The Chevorlet Experimental Research Vehicles (CERVs) and Aerovette planted the seeds for a mid-engine design Corvette.
The mid-engine design for Corvette finally came to reality on July 18 in Tustin, California.
The dream began with Zora Arkus-Duntov, considered the father of Corvette. Born in Russia in 1909, he immigrated with his family to Berlin, Germany. While in Berlin, Arkus-Duntov earned an engineering degree from Charlottenburg Technical University.
Duntov would go on to be an auto racer and engineering consultant in the automotive and aeronautics fields. He started with GM on May 1, 1953.
Zora Arkus-Duntov transformed the Corvette from a stylish sports-car into a legendary high-performance machine. ~ Automotive Hall of Fame
Duntov pursued the mid-engine layout through various concepts, including the CERV I, which debuted in 1960. Duntov described it as “a design without limit” and an “admirable tool” to instruct Chevy on “what to put in Corvette.”
He saw the mid-engine layout with the engine located ahead of the rear axle as the optimal configuration for weight distribution, excellent handling and forward visibility.
Despite the layout’s innate performance benefits, its implementation in the scheme of mass manufacturing proved problematic. The previous mid-engine Corvettes were relegated to concept status by issues including engine cooling difficulties, limited passenger and luggage space, loudness and the inability to produce a convertible variant.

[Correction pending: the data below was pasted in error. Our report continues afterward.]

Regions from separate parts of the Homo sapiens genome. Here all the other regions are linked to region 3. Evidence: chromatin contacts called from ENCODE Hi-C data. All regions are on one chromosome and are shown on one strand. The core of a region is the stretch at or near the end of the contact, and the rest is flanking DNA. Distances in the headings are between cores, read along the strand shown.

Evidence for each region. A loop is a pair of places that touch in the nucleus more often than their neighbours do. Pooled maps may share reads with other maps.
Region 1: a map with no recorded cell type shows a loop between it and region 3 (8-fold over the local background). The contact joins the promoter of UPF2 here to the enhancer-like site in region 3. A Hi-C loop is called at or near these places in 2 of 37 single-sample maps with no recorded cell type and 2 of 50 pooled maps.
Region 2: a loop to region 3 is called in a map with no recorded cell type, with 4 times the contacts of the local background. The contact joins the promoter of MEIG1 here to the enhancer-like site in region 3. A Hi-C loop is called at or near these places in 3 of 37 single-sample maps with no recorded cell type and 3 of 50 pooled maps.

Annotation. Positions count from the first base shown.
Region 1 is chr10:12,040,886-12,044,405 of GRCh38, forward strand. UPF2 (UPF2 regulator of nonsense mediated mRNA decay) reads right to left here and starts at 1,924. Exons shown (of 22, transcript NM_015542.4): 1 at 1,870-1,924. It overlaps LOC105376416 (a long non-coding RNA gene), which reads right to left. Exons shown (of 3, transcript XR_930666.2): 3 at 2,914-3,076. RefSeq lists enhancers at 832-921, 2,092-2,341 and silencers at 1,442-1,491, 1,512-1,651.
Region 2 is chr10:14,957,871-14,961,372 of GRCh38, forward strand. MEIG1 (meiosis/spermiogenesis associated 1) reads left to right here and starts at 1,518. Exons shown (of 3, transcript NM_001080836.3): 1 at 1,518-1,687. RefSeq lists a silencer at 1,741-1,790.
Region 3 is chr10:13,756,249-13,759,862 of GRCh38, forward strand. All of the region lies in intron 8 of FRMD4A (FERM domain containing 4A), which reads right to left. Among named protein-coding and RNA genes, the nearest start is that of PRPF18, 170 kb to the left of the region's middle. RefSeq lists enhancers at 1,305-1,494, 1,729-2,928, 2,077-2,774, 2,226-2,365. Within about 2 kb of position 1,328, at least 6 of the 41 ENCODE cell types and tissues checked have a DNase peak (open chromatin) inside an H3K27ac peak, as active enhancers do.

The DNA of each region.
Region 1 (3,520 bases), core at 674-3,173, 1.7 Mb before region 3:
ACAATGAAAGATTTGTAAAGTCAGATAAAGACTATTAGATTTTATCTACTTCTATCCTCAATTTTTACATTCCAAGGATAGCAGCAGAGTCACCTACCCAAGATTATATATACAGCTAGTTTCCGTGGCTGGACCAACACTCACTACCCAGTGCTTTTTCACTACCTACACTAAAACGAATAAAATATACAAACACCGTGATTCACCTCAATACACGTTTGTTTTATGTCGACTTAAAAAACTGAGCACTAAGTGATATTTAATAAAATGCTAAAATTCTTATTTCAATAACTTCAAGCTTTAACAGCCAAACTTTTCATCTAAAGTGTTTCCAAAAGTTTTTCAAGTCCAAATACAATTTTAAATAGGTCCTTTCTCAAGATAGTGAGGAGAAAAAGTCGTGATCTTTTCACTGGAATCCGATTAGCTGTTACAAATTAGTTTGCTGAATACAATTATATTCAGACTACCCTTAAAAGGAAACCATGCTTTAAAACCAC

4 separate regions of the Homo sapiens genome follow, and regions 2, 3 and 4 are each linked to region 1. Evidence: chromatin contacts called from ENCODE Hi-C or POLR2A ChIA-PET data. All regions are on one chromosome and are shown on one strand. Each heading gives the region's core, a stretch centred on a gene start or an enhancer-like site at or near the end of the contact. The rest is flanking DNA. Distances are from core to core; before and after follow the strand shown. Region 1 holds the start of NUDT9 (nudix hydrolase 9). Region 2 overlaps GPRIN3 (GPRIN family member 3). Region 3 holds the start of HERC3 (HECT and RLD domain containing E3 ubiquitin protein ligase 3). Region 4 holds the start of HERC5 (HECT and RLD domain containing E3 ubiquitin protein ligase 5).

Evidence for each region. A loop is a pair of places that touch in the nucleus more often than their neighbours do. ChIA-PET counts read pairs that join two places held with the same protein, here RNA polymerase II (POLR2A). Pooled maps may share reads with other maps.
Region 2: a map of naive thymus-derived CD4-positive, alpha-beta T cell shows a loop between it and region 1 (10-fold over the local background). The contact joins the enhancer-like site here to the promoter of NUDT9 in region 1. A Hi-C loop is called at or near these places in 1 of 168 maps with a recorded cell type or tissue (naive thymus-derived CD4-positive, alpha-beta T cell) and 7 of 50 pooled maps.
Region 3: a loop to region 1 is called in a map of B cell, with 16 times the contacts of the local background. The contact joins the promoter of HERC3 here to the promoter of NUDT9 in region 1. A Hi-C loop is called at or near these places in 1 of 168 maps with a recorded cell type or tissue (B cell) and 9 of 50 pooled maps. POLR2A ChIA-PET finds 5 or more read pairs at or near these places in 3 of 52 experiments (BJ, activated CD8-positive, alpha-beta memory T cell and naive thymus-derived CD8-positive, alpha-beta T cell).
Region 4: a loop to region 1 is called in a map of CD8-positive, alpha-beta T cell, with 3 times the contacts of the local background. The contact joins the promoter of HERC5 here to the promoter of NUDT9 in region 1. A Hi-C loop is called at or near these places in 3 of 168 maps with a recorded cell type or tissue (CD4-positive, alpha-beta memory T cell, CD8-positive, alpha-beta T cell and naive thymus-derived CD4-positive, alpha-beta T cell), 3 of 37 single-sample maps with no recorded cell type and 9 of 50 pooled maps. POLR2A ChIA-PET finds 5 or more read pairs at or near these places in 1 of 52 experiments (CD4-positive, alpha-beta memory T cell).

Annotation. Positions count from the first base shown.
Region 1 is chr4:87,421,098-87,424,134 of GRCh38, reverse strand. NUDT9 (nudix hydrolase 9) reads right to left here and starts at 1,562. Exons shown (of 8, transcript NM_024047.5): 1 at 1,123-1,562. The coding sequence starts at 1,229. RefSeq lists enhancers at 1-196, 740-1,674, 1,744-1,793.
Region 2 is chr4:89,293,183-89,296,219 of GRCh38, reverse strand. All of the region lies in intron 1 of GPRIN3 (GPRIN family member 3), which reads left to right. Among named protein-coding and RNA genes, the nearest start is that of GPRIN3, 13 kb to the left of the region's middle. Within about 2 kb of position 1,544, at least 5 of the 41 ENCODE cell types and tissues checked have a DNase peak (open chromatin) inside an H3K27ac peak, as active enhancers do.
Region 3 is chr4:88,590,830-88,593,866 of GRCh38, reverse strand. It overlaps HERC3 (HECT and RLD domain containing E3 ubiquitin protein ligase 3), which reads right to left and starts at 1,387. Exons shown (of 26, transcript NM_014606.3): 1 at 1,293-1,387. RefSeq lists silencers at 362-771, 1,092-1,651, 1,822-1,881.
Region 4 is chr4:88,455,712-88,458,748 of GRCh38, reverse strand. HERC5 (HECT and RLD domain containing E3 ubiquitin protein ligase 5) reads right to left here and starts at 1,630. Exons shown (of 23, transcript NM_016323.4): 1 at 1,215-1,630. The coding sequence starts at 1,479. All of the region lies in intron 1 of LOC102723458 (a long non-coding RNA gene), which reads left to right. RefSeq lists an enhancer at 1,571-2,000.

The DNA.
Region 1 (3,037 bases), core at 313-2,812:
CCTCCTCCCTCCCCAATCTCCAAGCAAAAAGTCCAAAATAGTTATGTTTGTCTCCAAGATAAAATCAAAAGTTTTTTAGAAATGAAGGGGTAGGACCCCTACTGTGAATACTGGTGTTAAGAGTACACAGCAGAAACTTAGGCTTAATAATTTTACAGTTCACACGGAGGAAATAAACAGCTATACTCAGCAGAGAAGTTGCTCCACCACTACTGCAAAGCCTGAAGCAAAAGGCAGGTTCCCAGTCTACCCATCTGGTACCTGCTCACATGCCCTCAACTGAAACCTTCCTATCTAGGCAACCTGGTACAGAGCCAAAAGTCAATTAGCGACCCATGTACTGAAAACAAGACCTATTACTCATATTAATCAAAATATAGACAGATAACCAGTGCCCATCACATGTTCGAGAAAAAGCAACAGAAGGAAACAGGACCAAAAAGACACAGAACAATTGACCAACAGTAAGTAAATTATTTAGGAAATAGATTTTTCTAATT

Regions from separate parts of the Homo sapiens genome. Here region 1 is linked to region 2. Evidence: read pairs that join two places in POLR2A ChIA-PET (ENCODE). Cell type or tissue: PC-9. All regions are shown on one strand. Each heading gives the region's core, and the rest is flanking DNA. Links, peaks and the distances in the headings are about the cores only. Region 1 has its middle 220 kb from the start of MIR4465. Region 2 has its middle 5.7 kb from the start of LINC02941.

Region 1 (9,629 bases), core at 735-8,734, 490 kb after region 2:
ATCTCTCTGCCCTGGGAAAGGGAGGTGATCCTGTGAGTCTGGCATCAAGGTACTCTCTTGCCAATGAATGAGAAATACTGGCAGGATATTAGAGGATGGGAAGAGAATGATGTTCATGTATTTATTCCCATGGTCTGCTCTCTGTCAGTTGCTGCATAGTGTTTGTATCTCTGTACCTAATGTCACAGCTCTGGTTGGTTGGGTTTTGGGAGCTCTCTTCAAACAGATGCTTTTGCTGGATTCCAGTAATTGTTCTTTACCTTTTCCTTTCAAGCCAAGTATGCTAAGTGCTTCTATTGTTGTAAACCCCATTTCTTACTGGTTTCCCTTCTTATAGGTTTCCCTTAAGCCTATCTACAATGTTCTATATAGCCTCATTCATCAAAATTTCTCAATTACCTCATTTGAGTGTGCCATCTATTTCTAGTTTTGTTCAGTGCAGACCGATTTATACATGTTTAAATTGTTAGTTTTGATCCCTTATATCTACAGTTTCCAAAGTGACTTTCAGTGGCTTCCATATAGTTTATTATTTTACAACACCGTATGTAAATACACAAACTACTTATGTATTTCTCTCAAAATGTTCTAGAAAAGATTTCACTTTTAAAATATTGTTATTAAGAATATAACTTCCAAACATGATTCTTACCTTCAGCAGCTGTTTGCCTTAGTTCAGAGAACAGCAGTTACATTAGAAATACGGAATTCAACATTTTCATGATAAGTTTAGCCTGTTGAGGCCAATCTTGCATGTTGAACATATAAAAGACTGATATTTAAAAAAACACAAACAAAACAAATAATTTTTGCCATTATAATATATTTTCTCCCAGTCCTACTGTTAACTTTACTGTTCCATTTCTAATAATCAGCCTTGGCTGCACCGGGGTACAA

From Experimental Concept Car to an Iconic Production Automobile
CERV I was outfitted with seven different engine combinations in its working lifespan, but its original engine, a Chevrolet Small Block V-8, and its lightweight aluminum core are both modernized on the 2020 Corvette Stingray.
In 1964, Duntov’s team debuted CERV II, which Duntov and Chevrolet General Manager Semon “Bunkie” Knudsen envisioned as a challenger at Sebring, Le Mans and other races. With torque converters in the front and rear, CERV II employed the first-ever mid-engine four-wheel-drive system, for which Duntov held the patent.
The most recent attempt at a mid-engine vehicle was the 1990 CERV III concept built in conjunction with Lotus to explore future levels of performance.
CERV III, more of a road car than a track performer, was intended as a development vehicle to evaluate mid-engine structures. CERV III was powered by a 5.7L, 32-valve dual overhead cam Small Block V-8 with twin turbochargers. It produced 650 hp and 655 lb-ft of torque.